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Revision of Public Service Ethics Act is not enough

Posted April. 29, 2014 00:21,   


The sinking of the ferry Sewol revealed the back-scratching alliance of the ministry of Maritime Affairs and Fisheries, its affiliates and the shipping industry. Among the 12 former chairmen of the Korea Shipping Association so far, 10 were from the ministry of Maritime Affairs and Fisheries, and among 11 chairmen of the Korean Register of Shipping, 8 were from the ministry. The Korea Shipping Association permitted the ferry Sewol to put out from the port despite unfavorable conditions while the Korean Register of Shipping allowed Sewol’s renovation, which affected the ferry’s dynamic stability. Former and incumbent public servants have continuously allied with the industry just like the mafia and deceived the Korean people. This so-called “bureaucratic mafia” has gone so far now.

The Ministry of Security and Public Administration announced Sunday the “Revised Enforcement Decree of the Public Service Ethics Act” that prohibits a retired public servant from working at associations or unions that are related to the ministry or agency he or she worked for the last five years for two years after retirement. The decree is effective from July this year. Article 17 of the current Public Service Ethics Act bans public servant retirees from working at profit-making enterprises only. With the revision, former public servants’ employment at related associations or unions now can be limited. Nevertheless, it is still doubtful whether the long-standing practice of retried public servants’ appointment at affiliated organizations can be eliminated. Many who have benefitted from this practice will try to find loopholes or other measures such as career fabrication to maintain their interests.

The Ministry of Education also advised its internal code of conduct to prohibit high-ranking officials from being appointed as a university president within two years after retirement. The ministry took this action considering the criticisms over the alliance of the ministry and universities, the so-called “Edu-mafia,” but the provision is not legally binding. An education secretary identified by initial K was in charge of auditing private universities in the Ministry of Education. He was hired as a professor by one of the universities he audited only one day after his retirement. Among 13 former vice ministers of Education who have retired since the Kim Young-sam administration, 11 (92 percent) were appointed as a president of four-year or two-year colleges. With the recent announcement of restructuring plan to reduce the college quota by 160,000, non-performing local universities are aggressively lobbying the ministry through the “Edu-mafia.” Education Minister Seo Nam-soo also had served as a president of Uiduk University from July 2012 until he took minister’s office. Because the university was selected as a “university benefiting from limited student loans” in the year he was appointed as minister, it had to undergo an inspection.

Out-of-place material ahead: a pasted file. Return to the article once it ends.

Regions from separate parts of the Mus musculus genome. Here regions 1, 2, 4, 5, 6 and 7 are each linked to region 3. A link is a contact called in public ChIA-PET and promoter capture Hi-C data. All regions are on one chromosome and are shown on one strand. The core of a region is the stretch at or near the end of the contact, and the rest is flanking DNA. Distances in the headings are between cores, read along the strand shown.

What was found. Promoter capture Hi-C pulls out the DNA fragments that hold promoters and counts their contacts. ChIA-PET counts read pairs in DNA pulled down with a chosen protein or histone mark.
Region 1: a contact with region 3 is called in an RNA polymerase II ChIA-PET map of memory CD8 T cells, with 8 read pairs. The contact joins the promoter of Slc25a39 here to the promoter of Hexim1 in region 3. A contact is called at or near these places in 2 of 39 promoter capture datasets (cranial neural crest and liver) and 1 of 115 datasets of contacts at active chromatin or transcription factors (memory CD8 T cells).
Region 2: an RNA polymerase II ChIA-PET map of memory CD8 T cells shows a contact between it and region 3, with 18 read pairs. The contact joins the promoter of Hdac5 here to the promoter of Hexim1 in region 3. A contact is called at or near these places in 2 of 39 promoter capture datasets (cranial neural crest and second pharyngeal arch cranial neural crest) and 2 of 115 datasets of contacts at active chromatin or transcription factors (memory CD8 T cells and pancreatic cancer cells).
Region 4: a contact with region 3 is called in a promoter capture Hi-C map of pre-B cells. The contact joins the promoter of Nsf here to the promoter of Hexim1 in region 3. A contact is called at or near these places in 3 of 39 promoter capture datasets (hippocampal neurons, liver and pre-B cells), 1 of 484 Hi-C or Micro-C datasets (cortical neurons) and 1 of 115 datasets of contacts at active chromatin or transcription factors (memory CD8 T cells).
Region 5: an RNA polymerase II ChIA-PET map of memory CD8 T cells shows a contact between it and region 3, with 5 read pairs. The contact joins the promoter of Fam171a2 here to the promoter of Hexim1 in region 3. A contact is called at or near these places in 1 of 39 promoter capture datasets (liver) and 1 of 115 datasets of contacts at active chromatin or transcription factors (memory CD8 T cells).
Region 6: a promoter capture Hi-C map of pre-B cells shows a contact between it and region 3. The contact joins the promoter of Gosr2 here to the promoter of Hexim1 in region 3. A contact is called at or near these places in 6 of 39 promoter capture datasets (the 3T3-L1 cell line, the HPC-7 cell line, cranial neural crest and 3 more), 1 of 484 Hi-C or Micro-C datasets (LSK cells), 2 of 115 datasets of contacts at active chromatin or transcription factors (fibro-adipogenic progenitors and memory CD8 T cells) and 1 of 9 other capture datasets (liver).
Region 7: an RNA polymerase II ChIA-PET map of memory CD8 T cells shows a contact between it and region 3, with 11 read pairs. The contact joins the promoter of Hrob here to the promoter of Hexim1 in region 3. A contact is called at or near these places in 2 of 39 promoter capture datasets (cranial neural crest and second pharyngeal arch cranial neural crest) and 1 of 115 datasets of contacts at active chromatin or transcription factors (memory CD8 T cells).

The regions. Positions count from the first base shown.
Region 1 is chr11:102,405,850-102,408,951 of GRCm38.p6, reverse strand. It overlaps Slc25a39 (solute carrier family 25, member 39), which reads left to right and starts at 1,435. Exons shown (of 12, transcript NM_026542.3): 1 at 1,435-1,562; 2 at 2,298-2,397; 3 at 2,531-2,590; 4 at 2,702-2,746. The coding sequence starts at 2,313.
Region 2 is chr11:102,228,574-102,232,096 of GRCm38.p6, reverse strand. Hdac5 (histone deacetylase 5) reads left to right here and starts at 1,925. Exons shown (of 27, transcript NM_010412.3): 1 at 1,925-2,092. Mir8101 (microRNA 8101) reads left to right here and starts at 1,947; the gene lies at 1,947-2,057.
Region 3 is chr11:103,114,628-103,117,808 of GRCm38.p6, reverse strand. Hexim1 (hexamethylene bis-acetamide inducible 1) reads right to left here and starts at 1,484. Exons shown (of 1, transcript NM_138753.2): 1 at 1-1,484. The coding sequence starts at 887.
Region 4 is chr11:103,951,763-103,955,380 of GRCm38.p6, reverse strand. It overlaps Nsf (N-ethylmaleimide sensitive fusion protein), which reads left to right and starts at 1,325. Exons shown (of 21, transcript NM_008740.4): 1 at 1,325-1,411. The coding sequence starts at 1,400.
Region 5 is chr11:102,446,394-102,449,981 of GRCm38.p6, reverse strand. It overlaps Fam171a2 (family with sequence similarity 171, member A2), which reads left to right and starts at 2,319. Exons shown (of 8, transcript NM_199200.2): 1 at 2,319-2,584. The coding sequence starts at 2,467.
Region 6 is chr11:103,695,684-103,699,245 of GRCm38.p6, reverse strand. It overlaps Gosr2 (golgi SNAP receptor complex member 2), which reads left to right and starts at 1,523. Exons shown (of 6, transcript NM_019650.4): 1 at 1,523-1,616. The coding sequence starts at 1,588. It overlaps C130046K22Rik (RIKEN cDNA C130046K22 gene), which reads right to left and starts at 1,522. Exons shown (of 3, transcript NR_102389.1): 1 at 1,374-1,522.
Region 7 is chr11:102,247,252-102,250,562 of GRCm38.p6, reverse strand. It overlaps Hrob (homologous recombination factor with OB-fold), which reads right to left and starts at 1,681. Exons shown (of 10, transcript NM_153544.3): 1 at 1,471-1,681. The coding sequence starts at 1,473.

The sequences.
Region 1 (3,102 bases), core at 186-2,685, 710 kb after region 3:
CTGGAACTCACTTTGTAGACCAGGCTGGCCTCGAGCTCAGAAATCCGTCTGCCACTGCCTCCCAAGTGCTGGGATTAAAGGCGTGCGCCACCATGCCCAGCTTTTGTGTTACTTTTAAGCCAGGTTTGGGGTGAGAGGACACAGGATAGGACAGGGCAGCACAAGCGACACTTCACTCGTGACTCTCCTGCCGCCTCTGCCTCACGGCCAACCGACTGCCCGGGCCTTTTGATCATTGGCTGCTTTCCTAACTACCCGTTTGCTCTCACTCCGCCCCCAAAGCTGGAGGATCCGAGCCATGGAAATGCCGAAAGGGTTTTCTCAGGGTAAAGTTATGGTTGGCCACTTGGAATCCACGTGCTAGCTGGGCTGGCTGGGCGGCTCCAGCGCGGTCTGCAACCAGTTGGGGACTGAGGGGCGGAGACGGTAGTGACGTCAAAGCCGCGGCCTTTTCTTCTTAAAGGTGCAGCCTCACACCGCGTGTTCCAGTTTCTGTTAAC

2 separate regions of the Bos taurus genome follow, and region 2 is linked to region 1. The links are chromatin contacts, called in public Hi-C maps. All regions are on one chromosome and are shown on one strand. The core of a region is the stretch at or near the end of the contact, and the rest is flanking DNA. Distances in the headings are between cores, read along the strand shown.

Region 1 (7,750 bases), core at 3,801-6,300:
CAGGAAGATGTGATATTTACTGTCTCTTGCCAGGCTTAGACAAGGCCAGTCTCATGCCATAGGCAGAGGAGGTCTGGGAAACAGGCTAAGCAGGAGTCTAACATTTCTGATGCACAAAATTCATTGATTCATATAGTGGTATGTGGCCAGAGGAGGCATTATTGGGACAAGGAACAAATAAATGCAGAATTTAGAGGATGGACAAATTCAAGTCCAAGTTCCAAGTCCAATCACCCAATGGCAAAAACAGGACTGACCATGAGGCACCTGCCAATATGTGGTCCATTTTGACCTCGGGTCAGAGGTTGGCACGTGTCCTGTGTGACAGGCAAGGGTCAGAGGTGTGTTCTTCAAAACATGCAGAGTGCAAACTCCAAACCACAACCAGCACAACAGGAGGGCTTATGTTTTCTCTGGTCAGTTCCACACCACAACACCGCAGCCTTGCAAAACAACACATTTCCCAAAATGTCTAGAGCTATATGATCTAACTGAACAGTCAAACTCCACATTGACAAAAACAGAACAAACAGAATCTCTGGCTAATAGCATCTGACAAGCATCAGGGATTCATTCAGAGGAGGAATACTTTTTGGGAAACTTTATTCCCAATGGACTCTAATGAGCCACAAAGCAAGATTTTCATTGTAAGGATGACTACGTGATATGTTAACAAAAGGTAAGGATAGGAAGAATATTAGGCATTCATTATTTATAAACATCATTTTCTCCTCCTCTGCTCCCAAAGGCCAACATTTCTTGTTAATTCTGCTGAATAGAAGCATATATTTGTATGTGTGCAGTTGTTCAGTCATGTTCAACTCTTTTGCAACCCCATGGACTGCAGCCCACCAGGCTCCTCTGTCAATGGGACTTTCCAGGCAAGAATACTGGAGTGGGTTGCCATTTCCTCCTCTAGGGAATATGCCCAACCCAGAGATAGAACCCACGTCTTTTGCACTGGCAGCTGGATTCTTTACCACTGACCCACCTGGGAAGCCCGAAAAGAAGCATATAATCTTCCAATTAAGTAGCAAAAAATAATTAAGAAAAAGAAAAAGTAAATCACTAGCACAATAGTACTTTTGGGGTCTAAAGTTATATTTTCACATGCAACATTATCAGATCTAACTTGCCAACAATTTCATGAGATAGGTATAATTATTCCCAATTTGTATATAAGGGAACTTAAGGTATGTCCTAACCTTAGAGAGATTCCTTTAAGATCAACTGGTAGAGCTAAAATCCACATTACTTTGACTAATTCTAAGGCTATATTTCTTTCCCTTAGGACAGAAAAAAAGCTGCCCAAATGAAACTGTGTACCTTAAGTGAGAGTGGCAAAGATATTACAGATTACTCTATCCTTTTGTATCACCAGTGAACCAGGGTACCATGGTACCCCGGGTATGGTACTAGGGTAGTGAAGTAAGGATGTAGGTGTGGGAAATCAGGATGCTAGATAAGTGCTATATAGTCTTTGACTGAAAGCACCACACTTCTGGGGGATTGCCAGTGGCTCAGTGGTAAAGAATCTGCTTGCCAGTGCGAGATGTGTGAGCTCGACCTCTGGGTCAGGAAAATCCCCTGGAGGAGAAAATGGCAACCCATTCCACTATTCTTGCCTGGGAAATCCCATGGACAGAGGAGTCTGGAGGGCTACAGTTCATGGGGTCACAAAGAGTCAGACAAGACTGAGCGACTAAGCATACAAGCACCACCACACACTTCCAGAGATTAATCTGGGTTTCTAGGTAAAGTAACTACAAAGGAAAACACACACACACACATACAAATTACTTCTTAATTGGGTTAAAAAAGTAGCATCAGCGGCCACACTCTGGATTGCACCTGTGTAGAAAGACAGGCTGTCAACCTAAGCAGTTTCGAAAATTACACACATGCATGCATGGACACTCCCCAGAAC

As the corruptive custom of granting privileges for one’s former post is deep-rooted in Korea, the Public Service Ethics Act is powerless. The Public Official Ethics Committee rejected only 78 (7 percent) out of 1,108 cases asking for approval for employment, from 2010 to June 2013. Public officials from ministries that deal with many regulations or authorizations related businesses tend to have more opportunities to get hired by private companies. Public officials expand their power by controlling the authorization process based on enforcement decrees or rules. Such a structure should be revised fundamentally. That will be the beginning of eradicating the “bureaucratic mafia.”

The National Assembly should squarely look at the current situation where people blame the public officials for sinking the nation and monitor and check the “bureaucratic mafia.” When the nuclear corruption was disclosed to the public last year, a series of bills limiting public servants to be hired by related enterprises were proposed, but most of them are still pending in the parliament. If the presidential office Cheong Wa Dae is also listening to the resentments of the Korean people, it should stop appointing figures who helped the president’s election campaign or those from Cheong Wa Dae as heads of public organizations.